By Jim Schutze
By Rachel Watts
By Lauren Drewes Daniels
By Anna Merlan
By Lee Escobedo
Governor nutso: So, whaddya think? Is Governor Rick Perry crazy like a fox or just plain crazy?
Dallas Morning News editorialist William McKenzie posed a similar question in his column Tuesday...well, sort of similar. "What is Rick Perry doing?" McKenzie asked about the governor's recent gutting of the Texas Forensic Science Commission days before it was set to review the shaky evidence used in the case of a Corsicana man executed in 2004 for starting a fire that killed his three children. Pretty heavy-handed stuff, McKenzie wrote, and part of a pattern of authoritarian, secretive moves that have left political observers slack-jawed.
McKenzie suggests three possible motives for Perry's actions: He's following his principles; he's following a political strategy that marries no-holds-barred leadership with conservative values; or he's just out of touch.
Let's add a fourth possibility to that list: Perry is a cuckoo bird. Of course, that's just Buzz spitballing. We're just an ol' softy liberal sort who kinda would like to know whether the state of Texas is executing innocents and who was appalled by Perry's actions in the Corsicana case.
But it would be unfair to draw the conclusion that the governor is a bloodthirsty nut without doing some investigating, So, adopting the standards of Fox News, we posed our question to the most fair and balanced expert we could think of: Vince Leibowitz, chairman of the Texas Progressive Alliance and communications director for Democratic gubernatorial candidate Hank Gilbert.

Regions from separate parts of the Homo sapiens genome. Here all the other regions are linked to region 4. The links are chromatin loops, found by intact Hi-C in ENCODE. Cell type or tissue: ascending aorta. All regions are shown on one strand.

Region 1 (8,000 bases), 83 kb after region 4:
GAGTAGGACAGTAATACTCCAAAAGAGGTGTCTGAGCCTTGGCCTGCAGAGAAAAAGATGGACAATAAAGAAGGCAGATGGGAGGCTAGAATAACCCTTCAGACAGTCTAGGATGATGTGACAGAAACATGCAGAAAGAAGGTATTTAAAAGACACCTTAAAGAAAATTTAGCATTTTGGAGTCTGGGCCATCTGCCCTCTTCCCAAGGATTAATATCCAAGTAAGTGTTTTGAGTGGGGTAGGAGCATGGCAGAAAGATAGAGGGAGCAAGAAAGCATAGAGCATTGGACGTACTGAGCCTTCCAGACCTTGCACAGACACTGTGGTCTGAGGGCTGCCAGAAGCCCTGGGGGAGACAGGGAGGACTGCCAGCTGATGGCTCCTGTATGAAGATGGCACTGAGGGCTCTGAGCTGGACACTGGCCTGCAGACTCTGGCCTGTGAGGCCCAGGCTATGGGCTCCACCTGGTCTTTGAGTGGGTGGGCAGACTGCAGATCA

"I think the crazy aspect of his campaign plays to...the far right wing of his party," Leibowitz says. Perry's strongman tactics in the Corsicana case might serve him well in locking up the wingnut vote in his primary battle against Senator Kay Bailey Hutchison. If he wins the primary, however, he's going to have a hard time repositioning himself toward the center to appeal to voters who haven't sipped "Perry-Aid...his own kind of Kool-Aid," Leibowitz says.
"Trying to turn off the right-wing switch and returning to moderate is just going to be impossible," he says.
So, this new Generalissimo Perry, he of the heavy hand and secretiveness, is following a bad strategy, but a strategy nonetheless? Sure he isn't just certifiably batshit? We asked again, lobbing a big old slow pitch Leibowitz's way. He wouldn't swing. Instead of choosing Perry's flavor of nuttiness, he offered this: "It's almost like we're running against Richard Nixon's and George W. Bush's love child. He's got the worst attributes of both."
Do yourself a favor and don't think about that comment too hard. It'll stir up an image that'll put you right off your feed.